Twitter and the spread of 'fake news': a new study by the CSA (FR)

posted on 22 June, 2021   (public)

A qualitative and quantitative study to better understand the mechanisms behind the dissemination of dis/misinformation on Twitter

Following the adoption of the French law on the fight against information manipulation in 2018, the French audiovisual media services regulator CSA released a two-tier study in November 2020 with the aim to better understand the mechanisms by which unreliable news are propagated on Twitter: a first analysis focusing on certain Twitter accounts labelled according to their reliability, and a second analysis based on a number of topical issues known to have given rise to the dissemination of disinformation or misinformation.

In June, the CSA published an English version of the report*.


The methodology of the analysis

The study aims at scrutinising the reality behind the spread of disinformation or misinformation, but does not monitor the compliance of Twitter with the legal requirements.

For this purpose, the CSA based its analysis on the combination of two kinds of data:

- The database of journalists specialising in fact-checking, and especially the "Decodex" by French daily newspaper 'Le Monde', identifying the degree of reliability of Twitter accounts and tweets;

- Data collected through the open API of Twitter.

The report also includes observations from Twitter on their policy (mechanisms to reduce visibility of certain content, transparency and access to data, their policy regarding Covid-19…).

The key outcomes of the analysis

The spread and visibility of disinformation:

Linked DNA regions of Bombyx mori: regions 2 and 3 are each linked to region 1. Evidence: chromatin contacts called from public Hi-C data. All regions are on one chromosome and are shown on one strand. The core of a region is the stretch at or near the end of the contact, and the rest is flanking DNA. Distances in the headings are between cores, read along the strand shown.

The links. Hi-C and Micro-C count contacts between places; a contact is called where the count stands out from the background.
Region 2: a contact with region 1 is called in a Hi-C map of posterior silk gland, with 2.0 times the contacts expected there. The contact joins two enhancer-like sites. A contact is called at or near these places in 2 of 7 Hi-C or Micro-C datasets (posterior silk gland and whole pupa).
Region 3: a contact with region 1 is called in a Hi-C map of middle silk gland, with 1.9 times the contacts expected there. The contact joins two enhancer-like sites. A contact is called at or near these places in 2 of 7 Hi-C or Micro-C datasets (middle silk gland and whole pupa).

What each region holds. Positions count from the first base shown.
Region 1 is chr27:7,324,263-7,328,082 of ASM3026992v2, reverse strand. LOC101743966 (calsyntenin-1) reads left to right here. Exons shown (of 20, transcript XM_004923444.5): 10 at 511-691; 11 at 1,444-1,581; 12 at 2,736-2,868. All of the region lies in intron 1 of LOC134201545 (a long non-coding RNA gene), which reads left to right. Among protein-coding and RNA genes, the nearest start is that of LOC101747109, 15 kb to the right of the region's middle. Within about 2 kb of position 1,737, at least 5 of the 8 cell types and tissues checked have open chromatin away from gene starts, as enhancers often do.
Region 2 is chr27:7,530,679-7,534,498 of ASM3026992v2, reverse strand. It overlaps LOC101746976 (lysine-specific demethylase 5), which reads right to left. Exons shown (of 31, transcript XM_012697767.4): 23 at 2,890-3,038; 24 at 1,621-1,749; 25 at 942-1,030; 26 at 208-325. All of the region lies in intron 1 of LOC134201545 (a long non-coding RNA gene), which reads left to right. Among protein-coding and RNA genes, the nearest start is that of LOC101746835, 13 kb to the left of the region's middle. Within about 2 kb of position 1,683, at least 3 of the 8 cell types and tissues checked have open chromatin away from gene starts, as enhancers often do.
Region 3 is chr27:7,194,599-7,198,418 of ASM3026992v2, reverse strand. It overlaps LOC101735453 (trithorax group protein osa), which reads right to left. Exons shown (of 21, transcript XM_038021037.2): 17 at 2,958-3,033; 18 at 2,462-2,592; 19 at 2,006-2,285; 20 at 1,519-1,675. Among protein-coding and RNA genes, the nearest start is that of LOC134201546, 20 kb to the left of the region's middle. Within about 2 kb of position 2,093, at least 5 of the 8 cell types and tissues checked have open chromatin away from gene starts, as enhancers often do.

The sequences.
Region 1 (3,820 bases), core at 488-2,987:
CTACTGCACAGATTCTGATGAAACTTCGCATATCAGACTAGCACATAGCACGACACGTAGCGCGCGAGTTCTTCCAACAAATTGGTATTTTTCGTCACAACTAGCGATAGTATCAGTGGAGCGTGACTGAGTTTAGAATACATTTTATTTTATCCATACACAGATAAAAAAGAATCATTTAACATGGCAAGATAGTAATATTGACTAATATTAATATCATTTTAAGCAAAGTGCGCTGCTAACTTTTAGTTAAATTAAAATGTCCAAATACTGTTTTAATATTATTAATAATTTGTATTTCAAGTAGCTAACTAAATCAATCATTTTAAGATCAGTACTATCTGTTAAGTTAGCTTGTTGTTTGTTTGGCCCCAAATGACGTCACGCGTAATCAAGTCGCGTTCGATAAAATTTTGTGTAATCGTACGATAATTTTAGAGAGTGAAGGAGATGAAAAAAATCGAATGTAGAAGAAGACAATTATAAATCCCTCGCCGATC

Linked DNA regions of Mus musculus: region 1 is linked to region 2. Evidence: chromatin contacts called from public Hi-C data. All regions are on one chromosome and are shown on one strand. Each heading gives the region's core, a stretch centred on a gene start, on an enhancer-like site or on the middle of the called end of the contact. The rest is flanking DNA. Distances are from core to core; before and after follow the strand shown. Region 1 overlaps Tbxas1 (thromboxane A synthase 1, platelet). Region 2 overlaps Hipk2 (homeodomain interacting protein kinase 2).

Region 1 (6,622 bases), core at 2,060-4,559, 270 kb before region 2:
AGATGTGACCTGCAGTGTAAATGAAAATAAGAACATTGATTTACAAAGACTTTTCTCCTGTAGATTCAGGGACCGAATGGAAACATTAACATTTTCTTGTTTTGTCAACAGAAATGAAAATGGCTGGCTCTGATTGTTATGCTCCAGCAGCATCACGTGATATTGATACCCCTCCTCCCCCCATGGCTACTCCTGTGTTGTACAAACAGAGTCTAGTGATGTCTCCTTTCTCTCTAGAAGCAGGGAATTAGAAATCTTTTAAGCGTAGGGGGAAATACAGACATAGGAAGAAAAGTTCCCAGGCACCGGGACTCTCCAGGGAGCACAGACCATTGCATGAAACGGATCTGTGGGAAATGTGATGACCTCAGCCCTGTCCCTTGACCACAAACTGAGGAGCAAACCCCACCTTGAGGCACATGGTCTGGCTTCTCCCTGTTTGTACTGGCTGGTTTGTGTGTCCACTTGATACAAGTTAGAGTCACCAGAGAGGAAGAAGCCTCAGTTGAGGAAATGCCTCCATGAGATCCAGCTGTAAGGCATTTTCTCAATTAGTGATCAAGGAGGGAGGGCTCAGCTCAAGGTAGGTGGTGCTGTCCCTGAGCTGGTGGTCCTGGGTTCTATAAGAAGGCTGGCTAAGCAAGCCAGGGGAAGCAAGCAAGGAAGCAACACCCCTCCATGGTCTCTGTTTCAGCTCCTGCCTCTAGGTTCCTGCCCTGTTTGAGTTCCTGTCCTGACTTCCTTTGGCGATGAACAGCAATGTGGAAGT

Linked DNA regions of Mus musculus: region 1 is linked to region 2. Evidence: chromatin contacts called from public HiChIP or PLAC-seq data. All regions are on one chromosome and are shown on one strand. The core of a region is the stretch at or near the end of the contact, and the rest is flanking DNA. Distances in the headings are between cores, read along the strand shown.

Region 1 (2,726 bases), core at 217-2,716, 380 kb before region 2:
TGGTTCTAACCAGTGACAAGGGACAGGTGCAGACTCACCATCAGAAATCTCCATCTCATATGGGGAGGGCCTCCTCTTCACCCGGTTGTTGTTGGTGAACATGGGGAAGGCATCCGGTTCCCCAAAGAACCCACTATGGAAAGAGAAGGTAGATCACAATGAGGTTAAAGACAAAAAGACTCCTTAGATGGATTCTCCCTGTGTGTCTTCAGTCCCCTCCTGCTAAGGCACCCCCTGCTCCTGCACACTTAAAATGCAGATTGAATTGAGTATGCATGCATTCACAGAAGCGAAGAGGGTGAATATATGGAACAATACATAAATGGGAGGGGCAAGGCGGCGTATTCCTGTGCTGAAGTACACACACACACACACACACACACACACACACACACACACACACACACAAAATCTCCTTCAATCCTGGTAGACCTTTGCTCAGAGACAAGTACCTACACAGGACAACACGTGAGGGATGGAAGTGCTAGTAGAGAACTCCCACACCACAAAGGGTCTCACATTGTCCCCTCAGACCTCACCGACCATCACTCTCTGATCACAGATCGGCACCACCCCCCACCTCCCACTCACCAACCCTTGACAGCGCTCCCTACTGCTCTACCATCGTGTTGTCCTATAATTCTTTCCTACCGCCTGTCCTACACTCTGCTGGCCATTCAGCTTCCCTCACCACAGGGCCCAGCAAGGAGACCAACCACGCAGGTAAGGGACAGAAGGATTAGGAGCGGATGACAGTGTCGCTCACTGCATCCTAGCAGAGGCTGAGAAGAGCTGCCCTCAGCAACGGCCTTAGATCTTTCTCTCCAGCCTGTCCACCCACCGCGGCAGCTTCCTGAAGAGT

• Twitter accounts disseminating 'fake news' have less subscribers than 'reliable' accounts but a higher propension to see their content retweeted (10 to 20 times more). It is also worth noting that, according to the information published by the daily newspaper 'Le Monde', disinformation appears to attract particularly the 25 to 49-year-old age group and especially people from higher socio-professional categories. 
  • When it comes to disinformation, the CSA observed a high concentration of tweets in a short period of time, making the job of fact-checkers more difficult. As a result, "'genuine' news information does not displace fake news" and the verified information cannot achieve a majority position before the discussion fades away.


p.23 of the report.

For the purposes of this study, based on the 'Decodex', four categories of accounts were identified:

1: Parody accounts / 2: regularly disseminating unreliable news / 3: questionable reliability / 4: reliable accounts (professional journalists' accounts).


Content analysis from Twitter accounts disseminating disinformation/misinformation:

  •  Most of the content of Twitter accounts disseminating disinformation is related to politics, immigration, health, religion and terrorism (more than half of the corpus studied), while fact-checkers accounts focus mainly on media news and content related to media literacy.
  • Disinformation content is mainly used as a means to criticise the authorities or to express a sense of panic. The use of non-text content (images, videos, links, etc.) seems to characterise a strategy for increasing the legitimacy of published content.

A lack of evidence for 'echo chambers':

  • Less than 20% of subscribers to accounts spreading disinformation do not follow any reliable account and the “echo chamber” phenomenon remains low.


Even though the volume of tweets does not reflect the real audience for verified information which remains more important (more subscribers to reliable accounts), for some topics, however, 'fake news' remains more visible than verified information owing to the virality of its content.


Source: CSA France

* Study based on tweets in French language only.